Ayodele Arowosegbe is an essayist, literary blogger, and media professional. His works have appeared in SAGE, a lifestyle magazine, and Inscribed, an online literary magazine. In July 2011, he co-founded the Literary CafĂ©, now LitCaf Nigeria, an outfit that seeks to promote creative writing as a social consciousness in Nigeria. Ayodele completed a Master’s degree in Media Enterprise at the School of Media and Communication, Pan Atlantic University, Lagos. He currently does freelance media consulting and blogs at Ideology’s Corner. Crimson Clouds is his first Novel.

Cupid’s Catapult is a collection of twelve short stories set in Nigeria,
Cupids Catapult

depicting how love relationships often begin and blossom. From Lawrence who comes to Amina’s rescue in “Baggage to Love”, until we meet Kate in “Subtle Changes”, who after her stepfather’s death, moves to her benefactor’s house where she slowly loses her heart to Jude, Cupid keeps aiming and shooting, spinning this universal emotion as he pleases. The stories in this collection show us the many faces of love within life’s potpourri of laughter and pain. Above all, they urge us to keep believing in love despite all odds.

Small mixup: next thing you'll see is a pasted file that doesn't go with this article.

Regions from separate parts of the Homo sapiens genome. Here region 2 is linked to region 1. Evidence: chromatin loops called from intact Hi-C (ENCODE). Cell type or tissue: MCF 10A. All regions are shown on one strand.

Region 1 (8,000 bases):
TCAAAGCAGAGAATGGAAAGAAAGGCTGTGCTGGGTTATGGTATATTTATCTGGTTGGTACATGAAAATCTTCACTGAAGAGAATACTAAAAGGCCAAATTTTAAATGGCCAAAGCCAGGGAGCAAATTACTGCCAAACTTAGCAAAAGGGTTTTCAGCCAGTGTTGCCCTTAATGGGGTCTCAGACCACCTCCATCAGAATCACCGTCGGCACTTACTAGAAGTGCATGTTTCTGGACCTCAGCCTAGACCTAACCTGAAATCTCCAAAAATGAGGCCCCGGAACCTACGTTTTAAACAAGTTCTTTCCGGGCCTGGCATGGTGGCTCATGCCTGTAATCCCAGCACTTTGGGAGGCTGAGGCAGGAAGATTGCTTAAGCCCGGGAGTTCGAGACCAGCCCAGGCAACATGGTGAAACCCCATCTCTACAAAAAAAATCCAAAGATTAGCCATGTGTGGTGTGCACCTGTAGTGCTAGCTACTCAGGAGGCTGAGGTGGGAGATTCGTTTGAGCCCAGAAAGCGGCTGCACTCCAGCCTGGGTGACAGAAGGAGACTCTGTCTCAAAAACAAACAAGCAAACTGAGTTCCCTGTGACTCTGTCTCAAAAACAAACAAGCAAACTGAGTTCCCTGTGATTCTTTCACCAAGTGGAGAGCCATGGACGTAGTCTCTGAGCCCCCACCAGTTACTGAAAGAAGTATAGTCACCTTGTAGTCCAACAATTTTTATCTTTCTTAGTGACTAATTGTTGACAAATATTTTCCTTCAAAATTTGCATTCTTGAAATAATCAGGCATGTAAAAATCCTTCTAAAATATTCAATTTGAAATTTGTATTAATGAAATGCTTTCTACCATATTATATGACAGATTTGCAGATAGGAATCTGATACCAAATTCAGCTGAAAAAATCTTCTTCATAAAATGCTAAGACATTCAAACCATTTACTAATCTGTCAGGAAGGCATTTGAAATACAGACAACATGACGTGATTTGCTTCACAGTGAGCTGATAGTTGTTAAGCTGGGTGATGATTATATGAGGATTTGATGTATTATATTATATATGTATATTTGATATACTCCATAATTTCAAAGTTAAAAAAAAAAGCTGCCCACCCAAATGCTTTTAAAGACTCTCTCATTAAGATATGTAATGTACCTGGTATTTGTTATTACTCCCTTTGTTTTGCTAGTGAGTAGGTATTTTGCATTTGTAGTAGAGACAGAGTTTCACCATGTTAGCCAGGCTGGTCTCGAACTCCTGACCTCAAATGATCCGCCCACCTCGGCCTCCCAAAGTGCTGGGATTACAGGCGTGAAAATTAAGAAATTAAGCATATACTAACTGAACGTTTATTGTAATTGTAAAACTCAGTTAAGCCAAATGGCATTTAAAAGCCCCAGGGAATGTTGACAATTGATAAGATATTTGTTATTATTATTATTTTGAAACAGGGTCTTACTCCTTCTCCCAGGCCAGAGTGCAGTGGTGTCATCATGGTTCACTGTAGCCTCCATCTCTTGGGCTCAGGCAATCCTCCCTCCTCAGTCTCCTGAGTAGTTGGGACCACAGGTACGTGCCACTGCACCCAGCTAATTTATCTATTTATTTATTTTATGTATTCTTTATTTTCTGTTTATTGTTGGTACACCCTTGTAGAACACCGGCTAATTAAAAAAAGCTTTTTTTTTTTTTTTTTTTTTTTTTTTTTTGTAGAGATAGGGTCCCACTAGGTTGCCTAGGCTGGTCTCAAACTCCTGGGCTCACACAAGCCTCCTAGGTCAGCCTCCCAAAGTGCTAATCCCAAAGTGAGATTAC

Hannah Onoguwe spent most of her growing-up years in Jos where she discovered her love for writing. She studied at the Universities of Ibadan and Jos. Her work has appeared in various journals in print and online. She enjoys travelling and has a weakness for romantic comedies.

Patroits and Sinners x-rays a typical under-developed country bedevilled by corruption and sundry ills. Siella, the stubborn and self-willed daughter of the President is in the centre of the story. Siella refuses to school abroad, choosing instead to confront the rot in her home
Patriots And Sinners 

country. She becomes a victim of a high-profile kidnap saga that brings her face-to-face with the rampaging evils that hold sway in the country she loves unflinchingly. When she meets the patriots, a group of deadly, dare-devil men, she is forced to see the other side of crime and to assess patriotism from a different angle. It is a story of love, crime, betrayal, corruption and above all, hope.